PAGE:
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Tochigi Canopy
Collecting Things Christopher Sanders , July 11th, 2017 12:07

Listening to Collecting Things for the first time, I was reminded of a line from Wes Anderson’s The Life Aquatic With Steve Zissou. Bill Murray’s eponymous submariner claims that “eleven and a half” was his “favourite age”. Many have argued that this moment - and many others throughout Anderson’s work - point towards a post-ironic way of viewing the world that has developed in music and film and literature over the last 10 or 20 years. Tochigi Canopy’s debut release belongs within this mode of expression because, in Collecting Things, the producer has crafted an album saturated with the bittersweetness of his - and our own - distant childhoods.

It is not just the sounds of children at play that appear on ‘Little People’, or the distorted Boards of Canada-esque vocal samples on ‘Intermission for the Youth’ that give rise to this idea. We might look at how Tochigi Canopy - real name Valentin Meneveau - often momentarily bends the pitch of a song to create a pleasing wobbly sound. This technique warps time in the sense that, without these little moments, the song would be fractionally longer, snappier, and would maintain a regular tempo which would hold us in the present moment. Instead these tape warps nudge us back into the past. The darker side of childhood is also wonderfully evoked, in ‘Woody’s Tapes’ - a bizarre and dark realisation of those feverish childhood nightmares that always seemed so real.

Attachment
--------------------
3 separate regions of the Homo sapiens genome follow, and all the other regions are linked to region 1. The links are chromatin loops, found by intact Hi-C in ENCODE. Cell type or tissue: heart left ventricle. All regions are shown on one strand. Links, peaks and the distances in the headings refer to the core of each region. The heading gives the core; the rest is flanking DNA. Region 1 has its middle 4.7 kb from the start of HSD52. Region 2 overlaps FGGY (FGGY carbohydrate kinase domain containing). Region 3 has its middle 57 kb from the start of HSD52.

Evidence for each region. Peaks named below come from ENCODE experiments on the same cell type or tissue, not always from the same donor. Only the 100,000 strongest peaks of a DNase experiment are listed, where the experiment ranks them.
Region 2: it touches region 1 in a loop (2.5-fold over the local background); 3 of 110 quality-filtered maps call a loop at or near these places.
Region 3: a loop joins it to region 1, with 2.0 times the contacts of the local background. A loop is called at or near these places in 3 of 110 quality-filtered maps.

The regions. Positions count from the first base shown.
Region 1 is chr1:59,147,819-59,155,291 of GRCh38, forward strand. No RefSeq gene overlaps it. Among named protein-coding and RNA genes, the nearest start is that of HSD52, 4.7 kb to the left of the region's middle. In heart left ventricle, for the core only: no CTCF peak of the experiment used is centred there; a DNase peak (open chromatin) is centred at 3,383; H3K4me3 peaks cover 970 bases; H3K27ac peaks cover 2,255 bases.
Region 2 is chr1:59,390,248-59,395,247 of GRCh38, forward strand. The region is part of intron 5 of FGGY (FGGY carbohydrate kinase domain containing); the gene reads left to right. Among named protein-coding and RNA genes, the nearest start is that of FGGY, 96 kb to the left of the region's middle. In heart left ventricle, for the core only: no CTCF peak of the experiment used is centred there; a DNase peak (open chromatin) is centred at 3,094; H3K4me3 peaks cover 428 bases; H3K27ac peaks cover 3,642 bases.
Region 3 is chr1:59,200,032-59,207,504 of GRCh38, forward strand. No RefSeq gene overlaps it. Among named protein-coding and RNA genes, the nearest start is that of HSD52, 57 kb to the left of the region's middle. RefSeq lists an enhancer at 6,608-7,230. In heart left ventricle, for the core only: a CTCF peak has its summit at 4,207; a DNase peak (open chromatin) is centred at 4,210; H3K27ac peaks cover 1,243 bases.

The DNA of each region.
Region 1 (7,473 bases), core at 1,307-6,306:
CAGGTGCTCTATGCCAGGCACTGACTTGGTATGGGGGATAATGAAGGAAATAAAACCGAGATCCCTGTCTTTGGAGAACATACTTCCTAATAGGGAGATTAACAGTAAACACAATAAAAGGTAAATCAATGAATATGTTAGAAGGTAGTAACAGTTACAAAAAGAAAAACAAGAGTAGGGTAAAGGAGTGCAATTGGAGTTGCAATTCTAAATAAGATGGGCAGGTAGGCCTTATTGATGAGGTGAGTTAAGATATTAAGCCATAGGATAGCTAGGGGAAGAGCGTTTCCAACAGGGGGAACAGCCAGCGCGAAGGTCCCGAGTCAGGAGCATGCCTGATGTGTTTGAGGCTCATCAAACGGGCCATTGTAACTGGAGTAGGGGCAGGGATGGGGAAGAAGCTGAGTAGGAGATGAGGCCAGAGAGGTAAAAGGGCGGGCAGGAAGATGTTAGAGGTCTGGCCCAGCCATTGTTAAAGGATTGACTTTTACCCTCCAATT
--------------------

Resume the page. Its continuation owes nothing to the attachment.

But this is only one side of the album, for there are two distinct impulses at work in Collecting Things. In ‘Velvet Lane’ - undoubtedly the gem of the album - Meneveau shifts into an entirely different mode. It rouses you and makes you want to dance. The track, a refreshingly clean disco edit, breaks free from the lo-fi ambient sonics that, up until this point, form the basis of the album.

Indeed, some salient reference points include Boards of Canada, 18 Carat Affair, and pretty much everything on the Canadian label Mood Hut. The album is achingly nostalgic in the same way Music Has The Right To Children is, or even Huerco S’s For Those Of You Who Have Never (And Also Those Who Have), yet ‘Velvet Lane’ ensures that Collecting Things is very much it’s own entity.   This is a versatile album that satisfies a range of moods but is fundamentally coherent and unified. It is an album made for both quiet introspection and having a bit of a dance, for DJs and introverts, by someone who is (I tentatively assume) an introverted DJ.

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